2010 ICASSP Lab 2 The Boot Sequence

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In the first lab you saw the BeagleBoard from a users point of view. In this lab we'll take a look at what's going on inside.

Connecting to the Beagle's serial port

If your Beagle is still running do this to shut it down.

Start HyperTerminal

Go to Start:Accessories:Communications:HyperTerminal and create a new connection. Call it Beagle. HyperTerminal init.png
Select USB if you are using the USB to serial port adapter, or select COM1 if you are directly connected to the serial port HyperTerminal Connect To.png
Select the settings shown HyperTerminal Properties.png

Alternative Serial Program: Putty

Newer versions of windows lack HyperTerminal, or if you prefer to use something other then HyperTerminal, putty's serial support works quite well. It can be downloaded here
Upon starting putty select the Serial bubble on the Session tab under Connection type, next set the Speed to 115200. Optionally you can save the session to prevent the need for reconfiguration of future starts of putty.
Simply click open and you should be connected to your beagle.

With either method, you should be able to hit enter and see

.-------.                                           
|       |                  .-.                      
|   |   |-----.-----.-----.| |   .----..-----.-----.
|       |     | __  |  ---'| '--.|  .-'|     |     |
|   |   |  |  |     |---  ||  --'|  |  |  '  | | | |
'---'---'--'--'--.  |-----''----''--'  '-----'-'-'-'
                -'  |
                '---'

The Angstrom Distribution beagleboard ttyS2

Angstrom 2009.X-stable beagleboard ttyS2

beagleboard login: root
root@beagleboard:~#

Login as root.

Shutting Down and Rebooting on U-Boot

root@beagleboard:~# shutdown -r now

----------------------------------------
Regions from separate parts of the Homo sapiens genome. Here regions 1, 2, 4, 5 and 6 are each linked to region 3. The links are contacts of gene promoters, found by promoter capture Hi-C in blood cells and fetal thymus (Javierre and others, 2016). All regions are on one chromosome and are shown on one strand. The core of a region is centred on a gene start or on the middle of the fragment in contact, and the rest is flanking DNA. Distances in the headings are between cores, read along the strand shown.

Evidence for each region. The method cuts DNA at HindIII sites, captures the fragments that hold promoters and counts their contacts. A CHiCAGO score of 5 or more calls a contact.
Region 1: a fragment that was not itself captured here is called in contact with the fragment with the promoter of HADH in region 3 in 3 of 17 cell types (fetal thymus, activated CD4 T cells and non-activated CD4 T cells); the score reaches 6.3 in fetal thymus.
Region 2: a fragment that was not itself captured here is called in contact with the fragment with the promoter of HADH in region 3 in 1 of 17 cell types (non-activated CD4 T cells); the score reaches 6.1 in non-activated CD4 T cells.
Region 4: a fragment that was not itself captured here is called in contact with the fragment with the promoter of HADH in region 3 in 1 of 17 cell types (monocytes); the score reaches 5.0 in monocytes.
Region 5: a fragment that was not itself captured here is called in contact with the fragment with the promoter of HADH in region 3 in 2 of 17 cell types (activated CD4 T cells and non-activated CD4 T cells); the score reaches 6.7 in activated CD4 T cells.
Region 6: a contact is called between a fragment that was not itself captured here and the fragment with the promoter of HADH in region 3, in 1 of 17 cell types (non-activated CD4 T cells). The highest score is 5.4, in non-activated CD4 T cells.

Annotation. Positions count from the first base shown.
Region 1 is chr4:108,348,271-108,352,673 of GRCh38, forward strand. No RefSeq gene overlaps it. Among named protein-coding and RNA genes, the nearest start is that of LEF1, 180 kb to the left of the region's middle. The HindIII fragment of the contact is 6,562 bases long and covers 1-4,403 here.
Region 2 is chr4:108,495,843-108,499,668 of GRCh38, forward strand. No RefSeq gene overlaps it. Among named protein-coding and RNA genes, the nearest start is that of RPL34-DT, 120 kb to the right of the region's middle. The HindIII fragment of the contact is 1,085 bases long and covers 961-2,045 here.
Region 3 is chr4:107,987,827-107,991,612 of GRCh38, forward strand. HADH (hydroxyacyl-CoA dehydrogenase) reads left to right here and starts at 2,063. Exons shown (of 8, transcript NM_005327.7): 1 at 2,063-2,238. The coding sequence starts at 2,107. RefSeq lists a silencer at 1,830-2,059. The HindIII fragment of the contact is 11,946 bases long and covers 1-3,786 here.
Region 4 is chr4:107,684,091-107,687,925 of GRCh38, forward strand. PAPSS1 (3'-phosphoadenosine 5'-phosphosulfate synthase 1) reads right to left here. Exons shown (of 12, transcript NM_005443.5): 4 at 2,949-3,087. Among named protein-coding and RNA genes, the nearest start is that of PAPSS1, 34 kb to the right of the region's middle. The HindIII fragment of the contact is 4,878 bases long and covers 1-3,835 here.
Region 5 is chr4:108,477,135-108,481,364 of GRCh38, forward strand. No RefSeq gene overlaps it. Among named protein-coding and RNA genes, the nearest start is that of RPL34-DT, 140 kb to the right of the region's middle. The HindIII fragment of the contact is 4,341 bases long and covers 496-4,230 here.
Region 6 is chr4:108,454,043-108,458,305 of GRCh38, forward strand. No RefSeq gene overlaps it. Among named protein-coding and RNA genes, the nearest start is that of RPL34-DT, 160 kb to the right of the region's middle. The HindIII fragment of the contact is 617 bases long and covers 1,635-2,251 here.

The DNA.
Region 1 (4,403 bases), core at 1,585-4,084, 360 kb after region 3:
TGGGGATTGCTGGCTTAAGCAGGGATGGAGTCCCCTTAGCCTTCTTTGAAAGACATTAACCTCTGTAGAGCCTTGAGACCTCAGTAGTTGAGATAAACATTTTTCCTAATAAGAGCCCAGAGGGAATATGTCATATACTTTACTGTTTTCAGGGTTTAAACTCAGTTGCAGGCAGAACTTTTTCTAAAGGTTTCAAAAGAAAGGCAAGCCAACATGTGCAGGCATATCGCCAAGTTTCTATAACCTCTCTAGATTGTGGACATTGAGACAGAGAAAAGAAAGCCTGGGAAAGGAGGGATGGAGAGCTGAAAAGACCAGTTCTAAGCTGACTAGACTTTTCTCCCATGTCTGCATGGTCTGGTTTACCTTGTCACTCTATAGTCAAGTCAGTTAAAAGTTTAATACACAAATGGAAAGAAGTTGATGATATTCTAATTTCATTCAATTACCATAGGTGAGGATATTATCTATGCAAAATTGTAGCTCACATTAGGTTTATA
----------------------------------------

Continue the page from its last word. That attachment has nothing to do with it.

As your Beagle reboots you will see:

Texas Instruments X-Loader 1.4.2 (Feb 19 2009 - 12:01:24)
Reading boot sector
Loading u-boot.bin from mmc

Which is then followed by

U-Boot 2009.11-rc1 (Jan 08 2010 - 21:19:52)
 
OMAP3530-GP ES3.1, CPU-OPP2 L3-165MHz
OMAP3 Beagle board + LPDDR/NAND
I2C:   ready
DRAM:  256 MB
NAND:  256 MiB
In:    serial
Out:   serial
Err:   serial
Board revision C4
Die ID #5444000400000000040365fa1400e007
Hit any key to stop autoboot:  0
OMAP3 beagleboard.org #

Hit a key before it goes on to boot Linux. What has happened so far is:

  1. When power is first applied the Beagle jumps to a boot loader in the OMAPs ROM.
  2. This bootloader finds the SD card run runs a file called MLO.
  3. MLO is X-Loader with a couple things added. The first bit of output above is from X-Loader.
  4. X-Loader looks and finds u-boot.bin and starts running it.

Das U-Boot is universal boot loader that is used on many embedded systems. You can find more information at http://www.denx.de/wiki/U-Boot. You can list the commands it understands:

OMAP3 beagleboard.org # help
?       - alias for 'help'
base    - print or set address offset
bdinfo  - print Board Info structure
boot    - boot default, i.e., run 'bootcmd'
bootd   - boot default, i.e., run 'bootcmd'
bootm   - boot application image from memory
chpart  - change active partition
cmp     - memory compare
coninfo - print console devices and information
cp      - memory copy
crc32   - checksum calculation
echo    - echo args to console
editenv - edit environment variable
exit    - exit script
ext2load- load binary file from a Ext2 filesystem
ext2ls  - list files in a directory (default /)
false   - do nothing, unsuccessfully
fatinfo - print information about filesystem
fatload - load binary file from a dos filesystem
fatls   - list files in a directory (default /)